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Altered satellite cell dynamics accompany skeletal muscle atrophy during chronic illness, disuse, and aging

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Abstract

Purpose of review

This review explores recent research investigating the contribution of satellite cells (skeletal muscle stem cells) during muscle fiber atrophy as seen in periods of disuse, illness, and aging.

Recent findings

Studies indicate reduced satellite cell activity and density in a variety of acute and chronic conditions characterized by robust muscle wasting. The direct contribution of satellite cells to unloading/denervation and chronic illness-induced atrophy remains controversial. Inflammation that accompanies acute trauma and illness likely impedes proper satellite cell differentiation and myogenesis, promoting the rapid onset of muscle wasting in these conditions. Transgenic mouse studies provide surprising evidence that age-related declines in satellite cell function and abundance are not causally related to the onset of sarcopenia in sedentary animals.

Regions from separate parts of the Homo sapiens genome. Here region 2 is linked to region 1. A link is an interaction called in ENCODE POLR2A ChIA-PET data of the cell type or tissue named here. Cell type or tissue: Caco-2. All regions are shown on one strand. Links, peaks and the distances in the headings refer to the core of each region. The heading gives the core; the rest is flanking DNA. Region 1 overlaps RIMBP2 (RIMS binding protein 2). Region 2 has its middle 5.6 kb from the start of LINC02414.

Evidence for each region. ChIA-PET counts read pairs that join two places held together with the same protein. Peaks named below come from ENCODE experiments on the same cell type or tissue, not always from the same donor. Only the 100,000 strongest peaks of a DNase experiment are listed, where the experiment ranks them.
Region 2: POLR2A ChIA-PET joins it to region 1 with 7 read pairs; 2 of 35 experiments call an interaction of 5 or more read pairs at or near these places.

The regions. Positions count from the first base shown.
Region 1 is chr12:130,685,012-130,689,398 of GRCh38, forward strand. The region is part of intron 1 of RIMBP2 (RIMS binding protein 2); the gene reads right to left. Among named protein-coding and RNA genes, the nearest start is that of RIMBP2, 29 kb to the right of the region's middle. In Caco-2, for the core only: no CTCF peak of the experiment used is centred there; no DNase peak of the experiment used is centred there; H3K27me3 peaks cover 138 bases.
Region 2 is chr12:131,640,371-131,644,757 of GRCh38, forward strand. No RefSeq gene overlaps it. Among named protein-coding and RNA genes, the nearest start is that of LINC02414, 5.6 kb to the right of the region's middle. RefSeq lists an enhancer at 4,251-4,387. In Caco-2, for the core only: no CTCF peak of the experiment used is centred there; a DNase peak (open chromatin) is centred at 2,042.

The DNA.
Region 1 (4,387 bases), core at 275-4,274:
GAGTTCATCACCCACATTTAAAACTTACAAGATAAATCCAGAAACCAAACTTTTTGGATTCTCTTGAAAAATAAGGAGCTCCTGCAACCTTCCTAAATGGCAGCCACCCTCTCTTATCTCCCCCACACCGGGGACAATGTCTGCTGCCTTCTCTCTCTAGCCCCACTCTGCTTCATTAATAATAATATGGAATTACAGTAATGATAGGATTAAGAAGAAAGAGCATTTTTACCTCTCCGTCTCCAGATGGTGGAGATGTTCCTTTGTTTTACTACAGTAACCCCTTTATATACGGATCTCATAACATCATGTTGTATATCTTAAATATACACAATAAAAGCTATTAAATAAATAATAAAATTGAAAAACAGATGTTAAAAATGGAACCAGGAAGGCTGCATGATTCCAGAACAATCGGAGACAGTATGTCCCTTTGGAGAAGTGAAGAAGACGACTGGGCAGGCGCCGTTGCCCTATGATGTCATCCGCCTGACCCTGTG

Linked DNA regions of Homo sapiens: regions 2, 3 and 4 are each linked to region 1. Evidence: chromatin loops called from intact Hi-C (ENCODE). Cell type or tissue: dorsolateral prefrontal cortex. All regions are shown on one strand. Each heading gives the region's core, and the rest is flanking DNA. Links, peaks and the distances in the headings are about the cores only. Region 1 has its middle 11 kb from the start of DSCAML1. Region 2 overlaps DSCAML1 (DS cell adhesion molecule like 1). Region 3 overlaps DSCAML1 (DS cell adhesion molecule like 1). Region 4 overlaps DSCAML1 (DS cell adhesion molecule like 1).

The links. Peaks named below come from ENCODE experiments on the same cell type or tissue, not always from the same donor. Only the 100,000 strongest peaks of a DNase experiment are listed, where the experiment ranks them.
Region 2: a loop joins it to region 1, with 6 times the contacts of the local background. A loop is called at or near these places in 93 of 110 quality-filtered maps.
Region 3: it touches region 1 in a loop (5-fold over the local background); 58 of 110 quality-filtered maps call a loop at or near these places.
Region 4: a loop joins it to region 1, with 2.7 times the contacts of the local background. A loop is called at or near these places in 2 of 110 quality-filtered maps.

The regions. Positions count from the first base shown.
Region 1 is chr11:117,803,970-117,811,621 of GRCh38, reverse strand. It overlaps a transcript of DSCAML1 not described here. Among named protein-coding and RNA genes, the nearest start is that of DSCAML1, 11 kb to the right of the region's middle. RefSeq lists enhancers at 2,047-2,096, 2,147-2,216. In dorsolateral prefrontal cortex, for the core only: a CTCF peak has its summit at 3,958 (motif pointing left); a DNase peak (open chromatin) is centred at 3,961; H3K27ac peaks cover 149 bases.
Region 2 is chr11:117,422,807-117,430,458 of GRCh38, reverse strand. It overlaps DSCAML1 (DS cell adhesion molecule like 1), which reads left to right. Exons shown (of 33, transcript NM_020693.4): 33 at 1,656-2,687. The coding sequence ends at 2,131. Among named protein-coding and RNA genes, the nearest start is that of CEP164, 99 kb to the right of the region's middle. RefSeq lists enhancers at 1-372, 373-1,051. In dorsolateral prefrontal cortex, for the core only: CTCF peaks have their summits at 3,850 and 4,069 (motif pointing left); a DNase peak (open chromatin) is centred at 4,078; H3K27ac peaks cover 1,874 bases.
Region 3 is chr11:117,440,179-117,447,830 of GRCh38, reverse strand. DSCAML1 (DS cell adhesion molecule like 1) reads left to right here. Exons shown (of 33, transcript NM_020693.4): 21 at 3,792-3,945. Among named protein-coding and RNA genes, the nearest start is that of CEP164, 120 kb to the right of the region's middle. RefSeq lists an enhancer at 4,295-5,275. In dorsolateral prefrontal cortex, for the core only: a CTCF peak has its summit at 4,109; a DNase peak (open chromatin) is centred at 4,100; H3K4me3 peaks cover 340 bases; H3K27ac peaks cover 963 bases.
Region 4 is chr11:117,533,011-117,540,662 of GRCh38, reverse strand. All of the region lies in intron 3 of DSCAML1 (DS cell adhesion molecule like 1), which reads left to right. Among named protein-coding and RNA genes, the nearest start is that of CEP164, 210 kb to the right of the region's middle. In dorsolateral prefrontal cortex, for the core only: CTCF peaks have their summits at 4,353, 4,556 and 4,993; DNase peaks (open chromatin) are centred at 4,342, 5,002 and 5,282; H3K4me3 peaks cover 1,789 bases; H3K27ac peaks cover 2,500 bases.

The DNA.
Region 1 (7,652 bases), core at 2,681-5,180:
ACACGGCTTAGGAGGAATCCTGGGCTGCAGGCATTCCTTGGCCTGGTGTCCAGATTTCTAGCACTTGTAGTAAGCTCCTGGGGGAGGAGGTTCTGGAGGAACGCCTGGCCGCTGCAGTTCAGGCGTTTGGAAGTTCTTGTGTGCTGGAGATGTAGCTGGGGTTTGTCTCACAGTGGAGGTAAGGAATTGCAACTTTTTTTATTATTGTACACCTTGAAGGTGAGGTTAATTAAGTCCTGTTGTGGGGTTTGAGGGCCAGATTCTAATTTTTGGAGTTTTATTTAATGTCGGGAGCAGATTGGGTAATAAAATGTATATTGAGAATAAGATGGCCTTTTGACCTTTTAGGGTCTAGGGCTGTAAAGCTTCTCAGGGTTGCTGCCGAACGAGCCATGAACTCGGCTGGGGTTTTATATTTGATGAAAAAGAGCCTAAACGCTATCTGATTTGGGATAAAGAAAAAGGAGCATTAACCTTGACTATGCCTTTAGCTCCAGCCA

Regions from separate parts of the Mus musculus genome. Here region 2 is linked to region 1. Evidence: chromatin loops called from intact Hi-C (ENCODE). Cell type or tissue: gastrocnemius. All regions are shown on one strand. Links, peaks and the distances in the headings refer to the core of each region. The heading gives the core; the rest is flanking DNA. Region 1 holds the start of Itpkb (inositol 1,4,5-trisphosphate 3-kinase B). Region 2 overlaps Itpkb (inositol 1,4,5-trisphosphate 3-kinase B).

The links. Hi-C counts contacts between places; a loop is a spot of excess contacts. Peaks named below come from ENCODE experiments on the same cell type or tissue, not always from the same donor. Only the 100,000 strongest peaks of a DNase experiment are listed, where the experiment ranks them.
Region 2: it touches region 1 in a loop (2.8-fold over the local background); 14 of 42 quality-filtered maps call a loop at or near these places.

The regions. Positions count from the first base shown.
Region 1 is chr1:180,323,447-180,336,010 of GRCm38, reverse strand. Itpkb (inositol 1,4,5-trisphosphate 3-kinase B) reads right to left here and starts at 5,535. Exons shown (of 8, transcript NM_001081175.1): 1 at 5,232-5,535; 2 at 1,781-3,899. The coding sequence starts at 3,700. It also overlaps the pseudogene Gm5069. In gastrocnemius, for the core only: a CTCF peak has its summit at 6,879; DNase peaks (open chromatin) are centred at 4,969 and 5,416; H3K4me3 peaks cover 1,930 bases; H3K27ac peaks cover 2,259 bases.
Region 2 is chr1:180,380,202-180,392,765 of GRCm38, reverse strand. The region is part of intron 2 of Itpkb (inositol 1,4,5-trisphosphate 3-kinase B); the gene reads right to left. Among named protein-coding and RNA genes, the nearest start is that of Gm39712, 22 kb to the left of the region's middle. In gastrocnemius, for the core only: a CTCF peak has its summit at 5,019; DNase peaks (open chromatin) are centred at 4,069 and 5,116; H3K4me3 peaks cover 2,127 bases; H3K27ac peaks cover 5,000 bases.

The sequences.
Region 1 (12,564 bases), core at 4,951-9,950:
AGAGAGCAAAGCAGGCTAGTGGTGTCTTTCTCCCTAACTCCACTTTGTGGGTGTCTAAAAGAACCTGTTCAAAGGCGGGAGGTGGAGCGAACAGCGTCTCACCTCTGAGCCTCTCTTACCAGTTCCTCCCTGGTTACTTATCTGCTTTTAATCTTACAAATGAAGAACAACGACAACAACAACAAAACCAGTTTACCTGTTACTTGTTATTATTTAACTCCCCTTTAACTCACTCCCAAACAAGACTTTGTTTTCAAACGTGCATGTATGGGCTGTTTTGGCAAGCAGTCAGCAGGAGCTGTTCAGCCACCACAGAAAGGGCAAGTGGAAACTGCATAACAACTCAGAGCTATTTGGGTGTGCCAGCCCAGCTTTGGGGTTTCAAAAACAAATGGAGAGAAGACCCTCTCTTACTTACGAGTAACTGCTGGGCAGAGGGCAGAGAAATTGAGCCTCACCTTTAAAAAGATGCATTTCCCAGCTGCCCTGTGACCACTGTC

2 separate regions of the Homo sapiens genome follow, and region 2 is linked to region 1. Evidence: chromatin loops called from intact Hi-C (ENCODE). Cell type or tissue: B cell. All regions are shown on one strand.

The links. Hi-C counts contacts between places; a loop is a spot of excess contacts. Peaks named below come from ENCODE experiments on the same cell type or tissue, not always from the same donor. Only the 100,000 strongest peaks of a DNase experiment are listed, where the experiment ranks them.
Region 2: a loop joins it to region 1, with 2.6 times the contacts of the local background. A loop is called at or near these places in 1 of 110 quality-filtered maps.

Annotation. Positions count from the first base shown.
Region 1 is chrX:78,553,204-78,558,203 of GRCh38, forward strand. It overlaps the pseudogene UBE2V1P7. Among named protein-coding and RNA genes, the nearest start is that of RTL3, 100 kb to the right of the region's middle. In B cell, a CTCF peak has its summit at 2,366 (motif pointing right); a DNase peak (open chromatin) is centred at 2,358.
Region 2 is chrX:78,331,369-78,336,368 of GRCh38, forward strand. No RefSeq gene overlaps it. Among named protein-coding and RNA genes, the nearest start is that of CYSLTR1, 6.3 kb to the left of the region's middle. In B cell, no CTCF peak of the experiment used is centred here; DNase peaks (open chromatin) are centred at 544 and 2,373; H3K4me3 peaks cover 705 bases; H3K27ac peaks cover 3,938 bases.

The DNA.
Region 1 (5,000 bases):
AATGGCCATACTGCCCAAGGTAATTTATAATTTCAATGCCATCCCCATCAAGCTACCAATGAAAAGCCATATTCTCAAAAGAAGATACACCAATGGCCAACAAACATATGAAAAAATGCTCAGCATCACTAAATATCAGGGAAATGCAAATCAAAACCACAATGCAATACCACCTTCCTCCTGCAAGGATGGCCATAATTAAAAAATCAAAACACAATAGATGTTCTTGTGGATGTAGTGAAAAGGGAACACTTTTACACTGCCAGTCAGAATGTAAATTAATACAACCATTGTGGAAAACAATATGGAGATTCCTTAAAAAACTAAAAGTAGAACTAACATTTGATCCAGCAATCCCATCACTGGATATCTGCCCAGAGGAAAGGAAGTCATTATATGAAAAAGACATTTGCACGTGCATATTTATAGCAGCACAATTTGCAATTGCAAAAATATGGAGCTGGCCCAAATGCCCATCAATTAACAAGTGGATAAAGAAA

Summary

Recent clinical and preclinical studies indicate reduced abundance and dysregulated satellite cell activity that accompany muscle atrophy during periods of disuse, illness, and aging, providing evidence for their therapeutic potential.

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